The idea has been discussed by experts at the 18th annual Towards Autonomous Robotic Systems conference, which took place at the University of Surrey, south east England.
Dr Alan Winfield, professor of robot ethics at the University of the West of England in Bristol and Marina Jirotka, a professor of computing at Oxford University, suggested the idea of an ethical black box when they presented a paper at the conference.
Dr Winfield said: "Accidents, we hope, will be rare, but they are inevitable. Anywhere robots and humans mix is going to be a potential situation for accidents.
"Serious accidents will need investigating. But but what do you do if an accident investigator turns up and discovers there is no internal datalog, no record of what the robot was doing at the time of the accident? It'll be more or less impossible to tell what happened."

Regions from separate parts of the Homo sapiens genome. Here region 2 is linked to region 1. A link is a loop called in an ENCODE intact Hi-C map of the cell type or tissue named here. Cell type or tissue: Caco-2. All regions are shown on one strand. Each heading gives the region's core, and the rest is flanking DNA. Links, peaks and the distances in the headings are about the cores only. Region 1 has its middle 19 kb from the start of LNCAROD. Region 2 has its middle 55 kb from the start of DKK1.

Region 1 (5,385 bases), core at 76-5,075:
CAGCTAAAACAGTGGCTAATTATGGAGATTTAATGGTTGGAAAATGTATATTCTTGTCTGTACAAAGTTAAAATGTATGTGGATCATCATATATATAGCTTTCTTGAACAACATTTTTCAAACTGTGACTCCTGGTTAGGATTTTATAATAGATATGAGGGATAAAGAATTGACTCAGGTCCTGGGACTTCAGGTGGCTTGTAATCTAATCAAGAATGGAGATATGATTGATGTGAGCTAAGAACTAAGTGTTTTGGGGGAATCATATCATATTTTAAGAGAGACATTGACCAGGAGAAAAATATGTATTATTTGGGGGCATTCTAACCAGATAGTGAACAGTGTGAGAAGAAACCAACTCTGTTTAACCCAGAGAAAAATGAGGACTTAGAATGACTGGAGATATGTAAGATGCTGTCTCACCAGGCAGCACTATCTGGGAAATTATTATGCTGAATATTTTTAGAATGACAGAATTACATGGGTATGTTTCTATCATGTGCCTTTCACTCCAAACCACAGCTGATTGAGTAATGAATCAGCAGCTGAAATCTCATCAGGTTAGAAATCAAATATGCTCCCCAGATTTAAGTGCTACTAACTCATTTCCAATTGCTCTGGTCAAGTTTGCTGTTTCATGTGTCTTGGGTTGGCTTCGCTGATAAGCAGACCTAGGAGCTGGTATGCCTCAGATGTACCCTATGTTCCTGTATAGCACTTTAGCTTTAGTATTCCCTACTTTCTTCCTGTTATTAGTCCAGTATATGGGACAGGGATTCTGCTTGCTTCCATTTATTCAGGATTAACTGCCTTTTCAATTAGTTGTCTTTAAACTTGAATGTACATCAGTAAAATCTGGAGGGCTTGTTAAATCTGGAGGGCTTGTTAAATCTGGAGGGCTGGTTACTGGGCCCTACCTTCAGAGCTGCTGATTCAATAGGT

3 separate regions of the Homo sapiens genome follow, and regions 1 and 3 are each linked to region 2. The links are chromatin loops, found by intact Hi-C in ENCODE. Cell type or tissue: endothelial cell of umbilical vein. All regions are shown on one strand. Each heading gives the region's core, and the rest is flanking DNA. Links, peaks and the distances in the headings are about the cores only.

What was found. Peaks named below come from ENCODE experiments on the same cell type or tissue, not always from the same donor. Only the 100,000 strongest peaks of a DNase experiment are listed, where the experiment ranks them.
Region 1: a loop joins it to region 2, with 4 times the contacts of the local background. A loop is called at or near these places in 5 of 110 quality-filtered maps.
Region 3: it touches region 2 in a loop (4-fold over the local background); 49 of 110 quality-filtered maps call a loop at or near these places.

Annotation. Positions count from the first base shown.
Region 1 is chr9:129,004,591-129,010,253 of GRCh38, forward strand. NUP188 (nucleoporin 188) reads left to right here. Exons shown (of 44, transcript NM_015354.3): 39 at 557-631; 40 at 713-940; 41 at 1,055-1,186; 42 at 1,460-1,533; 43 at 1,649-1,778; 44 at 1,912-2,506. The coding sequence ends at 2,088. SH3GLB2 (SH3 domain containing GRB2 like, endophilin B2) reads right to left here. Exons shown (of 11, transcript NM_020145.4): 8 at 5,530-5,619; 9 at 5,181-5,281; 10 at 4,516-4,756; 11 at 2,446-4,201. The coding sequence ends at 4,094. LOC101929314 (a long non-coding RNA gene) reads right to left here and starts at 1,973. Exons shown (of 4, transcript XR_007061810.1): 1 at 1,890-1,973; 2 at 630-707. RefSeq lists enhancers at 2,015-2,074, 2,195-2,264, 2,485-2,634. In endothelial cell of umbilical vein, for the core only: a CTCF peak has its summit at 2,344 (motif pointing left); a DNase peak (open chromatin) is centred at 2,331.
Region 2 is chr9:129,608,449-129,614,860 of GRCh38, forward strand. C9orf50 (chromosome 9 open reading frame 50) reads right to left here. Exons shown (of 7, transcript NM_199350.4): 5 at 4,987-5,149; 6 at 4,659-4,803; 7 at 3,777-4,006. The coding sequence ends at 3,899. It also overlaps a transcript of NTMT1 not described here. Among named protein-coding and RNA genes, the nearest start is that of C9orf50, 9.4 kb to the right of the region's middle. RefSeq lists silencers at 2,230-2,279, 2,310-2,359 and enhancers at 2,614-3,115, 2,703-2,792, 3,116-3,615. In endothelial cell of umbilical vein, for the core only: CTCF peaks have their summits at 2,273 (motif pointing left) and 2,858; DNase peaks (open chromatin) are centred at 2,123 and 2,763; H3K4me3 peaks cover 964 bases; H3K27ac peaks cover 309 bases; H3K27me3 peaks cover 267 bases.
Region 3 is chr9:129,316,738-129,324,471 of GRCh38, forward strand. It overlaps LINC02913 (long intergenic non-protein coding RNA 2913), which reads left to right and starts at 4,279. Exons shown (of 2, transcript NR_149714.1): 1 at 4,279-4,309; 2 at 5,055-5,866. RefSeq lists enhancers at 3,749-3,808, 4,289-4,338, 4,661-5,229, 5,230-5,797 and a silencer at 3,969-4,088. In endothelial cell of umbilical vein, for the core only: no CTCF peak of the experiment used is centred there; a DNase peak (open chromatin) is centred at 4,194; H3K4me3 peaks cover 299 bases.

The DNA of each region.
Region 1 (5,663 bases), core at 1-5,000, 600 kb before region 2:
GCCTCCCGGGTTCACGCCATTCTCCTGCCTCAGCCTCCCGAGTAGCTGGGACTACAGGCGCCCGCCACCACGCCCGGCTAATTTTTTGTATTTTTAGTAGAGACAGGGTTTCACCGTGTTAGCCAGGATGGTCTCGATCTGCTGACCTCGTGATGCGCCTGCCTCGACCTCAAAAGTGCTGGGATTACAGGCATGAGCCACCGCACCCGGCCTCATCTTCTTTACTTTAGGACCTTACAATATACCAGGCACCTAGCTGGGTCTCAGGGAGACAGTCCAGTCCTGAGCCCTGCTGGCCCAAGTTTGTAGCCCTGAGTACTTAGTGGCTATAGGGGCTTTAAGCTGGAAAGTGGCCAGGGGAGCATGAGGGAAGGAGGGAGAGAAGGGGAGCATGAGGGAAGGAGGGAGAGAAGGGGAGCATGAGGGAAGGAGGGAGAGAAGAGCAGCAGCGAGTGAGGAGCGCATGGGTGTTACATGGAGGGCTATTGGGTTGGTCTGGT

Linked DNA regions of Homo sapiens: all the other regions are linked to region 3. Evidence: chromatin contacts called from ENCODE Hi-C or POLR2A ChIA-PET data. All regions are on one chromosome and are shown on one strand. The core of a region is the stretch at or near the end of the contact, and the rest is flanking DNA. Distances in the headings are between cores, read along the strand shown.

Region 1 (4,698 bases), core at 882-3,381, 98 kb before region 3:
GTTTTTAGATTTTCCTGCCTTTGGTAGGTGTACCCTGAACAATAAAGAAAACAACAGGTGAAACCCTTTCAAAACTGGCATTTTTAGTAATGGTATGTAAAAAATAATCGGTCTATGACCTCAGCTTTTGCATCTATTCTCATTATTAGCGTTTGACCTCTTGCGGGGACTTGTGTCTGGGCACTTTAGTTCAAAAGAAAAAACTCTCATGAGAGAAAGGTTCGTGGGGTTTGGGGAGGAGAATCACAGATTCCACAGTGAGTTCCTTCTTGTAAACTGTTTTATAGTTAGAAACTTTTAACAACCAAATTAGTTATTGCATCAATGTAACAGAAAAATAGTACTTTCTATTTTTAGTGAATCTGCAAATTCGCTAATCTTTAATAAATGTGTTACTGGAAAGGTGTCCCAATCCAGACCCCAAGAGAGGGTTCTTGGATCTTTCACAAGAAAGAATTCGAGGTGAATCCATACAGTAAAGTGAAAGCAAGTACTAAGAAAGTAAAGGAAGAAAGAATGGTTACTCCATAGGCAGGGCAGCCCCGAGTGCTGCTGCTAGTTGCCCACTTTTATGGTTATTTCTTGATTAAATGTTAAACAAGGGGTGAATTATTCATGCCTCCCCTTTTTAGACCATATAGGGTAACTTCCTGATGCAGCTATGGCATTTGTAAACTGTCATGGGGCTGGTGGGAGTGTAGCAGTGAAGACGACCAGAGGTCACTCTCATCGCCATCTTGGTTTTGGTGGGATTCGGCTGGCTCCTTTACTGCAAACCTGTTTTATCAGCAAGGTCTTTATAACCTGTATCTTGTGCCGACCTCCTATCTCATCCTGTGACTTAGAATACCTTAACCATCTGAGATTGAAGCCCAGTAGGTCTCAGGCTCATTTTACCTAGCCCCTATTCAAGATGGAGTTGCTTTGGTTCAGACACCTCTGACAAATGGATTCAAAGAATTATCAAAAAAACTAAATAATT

It comes after it was revealed scientists are working on a formula, which allows a driverless car to have its own morals.
Researchers at the Institute of Cognitive Science at the University of Osnabrück have been working on a formula that can help a vehicle make a life or death decision when it is on the road.
Professor Peter Konig, a senior author of the paper, said: "Now that we know how to implement human ethical decisions into machines we, as a society, are still left with a double dilemma.
"Firstly, we have to decide whether moral values should be included in guidelines for machine behaviour. Secondly, if they are, should machines act just like humans?"